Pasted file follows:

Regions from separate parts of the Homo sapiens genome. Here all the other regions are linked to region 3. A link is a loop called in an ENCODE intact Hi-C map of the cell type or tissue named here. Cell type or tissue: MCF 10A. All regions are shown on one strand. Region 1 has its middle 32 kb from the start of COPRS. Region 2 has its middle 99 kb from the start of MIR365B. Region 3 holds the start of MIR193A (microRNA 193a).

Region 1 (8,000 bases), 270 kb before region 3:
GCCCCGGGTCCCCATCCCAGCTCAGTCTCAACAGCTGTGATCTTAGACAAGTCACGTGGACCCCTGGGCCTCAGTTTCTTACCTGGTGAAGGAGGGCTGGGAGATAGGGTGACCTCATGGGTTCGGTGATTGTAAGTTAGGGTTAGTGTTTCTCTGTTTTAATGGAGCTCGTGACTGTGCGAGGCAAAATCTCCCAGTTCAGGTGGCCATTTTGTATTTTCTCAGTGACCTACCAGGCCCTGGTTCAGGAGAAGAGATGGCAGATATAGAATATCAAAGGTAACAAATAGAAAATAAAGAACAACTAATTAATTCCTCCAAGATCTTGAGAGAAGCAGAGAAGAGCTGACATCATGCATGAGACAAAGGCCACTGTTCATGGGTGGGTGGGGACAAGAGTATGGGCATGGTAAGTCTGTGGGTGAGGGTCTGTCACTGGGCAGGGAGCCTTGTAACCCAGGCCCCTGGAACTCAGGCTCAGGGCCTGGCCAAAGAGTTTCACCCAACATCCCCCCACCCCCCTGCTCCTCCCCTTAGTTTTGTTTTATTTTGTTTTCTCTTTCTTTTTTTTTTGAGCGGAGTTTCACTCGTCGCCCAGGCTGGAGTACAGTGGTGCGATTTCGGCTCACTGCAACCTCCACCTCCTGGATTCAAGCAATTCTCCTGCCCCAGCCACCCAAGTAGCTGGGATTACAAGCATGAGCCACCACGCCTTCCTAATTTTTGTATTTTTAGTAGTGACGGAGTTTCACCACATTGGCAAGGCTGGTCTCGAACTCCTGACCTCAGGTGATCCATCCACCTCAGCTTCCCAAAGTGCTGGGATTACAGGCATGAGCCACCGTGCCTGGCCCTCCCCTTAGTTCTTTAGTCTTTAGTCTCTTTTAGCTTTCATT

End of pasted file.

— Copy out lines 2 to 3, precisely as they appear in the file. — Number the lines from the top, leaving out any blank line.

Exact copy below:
Region 1 (8,000 bases), 270 kb before region 3:
GCCCCGGGTCCCCATCCCAGCTCAGTCTCAACAGCTGTGATCTTAGACAAGTCACGTGGACCCCTGGGCCTCAGTTTCTTACCTGGTGAAGGAGGGCTGGGAGATAGGGTGACCTCATGGGTTCGGTGATTGTAAGTTAGGGTTAGTGTTTCTCTGTTTTAATGGAGCTCGTGACTGTGCGAGGCAAAATCTCCCAGTTCAGGTGGCCATTTTGTATTTTCTCAGTGACCTACCAGGCCCTGGTTCAGGAGAAGAGATGGCAGATATAGAATATCAAAGGTAACAAATAGAAAATAAAGAACAACTAATTAATTCCTCCAAGATCTTGAGAGAAGCAGAGAAGAGCTGACATCATGCATGAGACAAAGGCCACTGTTCATGGGTGGGTGGGGACAAGAGTATGGGCATGGTAAGTCTGTGGGTGAGGGTCTGTCACTGGGCAGGGAGCCTTGTAACCCAGGCCCCTGGAACTCAGGCTCAGGGCCTGGCCAAAGAGTTTCACCCAACATCCCCCCACCCCCCTGCTCCTCCCCTTAGTTTTGTTTTATTTTGTTTTCTCTTTCTTTTTTTTTTGAGCGGAGTTTCACTCGTCGCCCAGGCTGGAGTACAGTGGTGCGATTTCGGCTCACTGCAACCTCCACCTCCTGGATTCAAGCAATTCTCCTGCCCCAGCCACCCAAGTAGCTGGGATTACAAGCATGAGCCACCACGCCTTCCTAATTTTTGTATTTTTAGTAGTGACGGAGTTTCACCACATTGGCAAGGCTGGTCTCGAACTCCTGACCTCAGGTGATCCATCCACCTCAGCTTCCCAAAGTGCTGGGATTACAGGCATGAGCCACCGTGCCTGGCCCTCCCCTTAGTTCTTTAGTCTTTAGTCTCTTTTAGCTTTCATT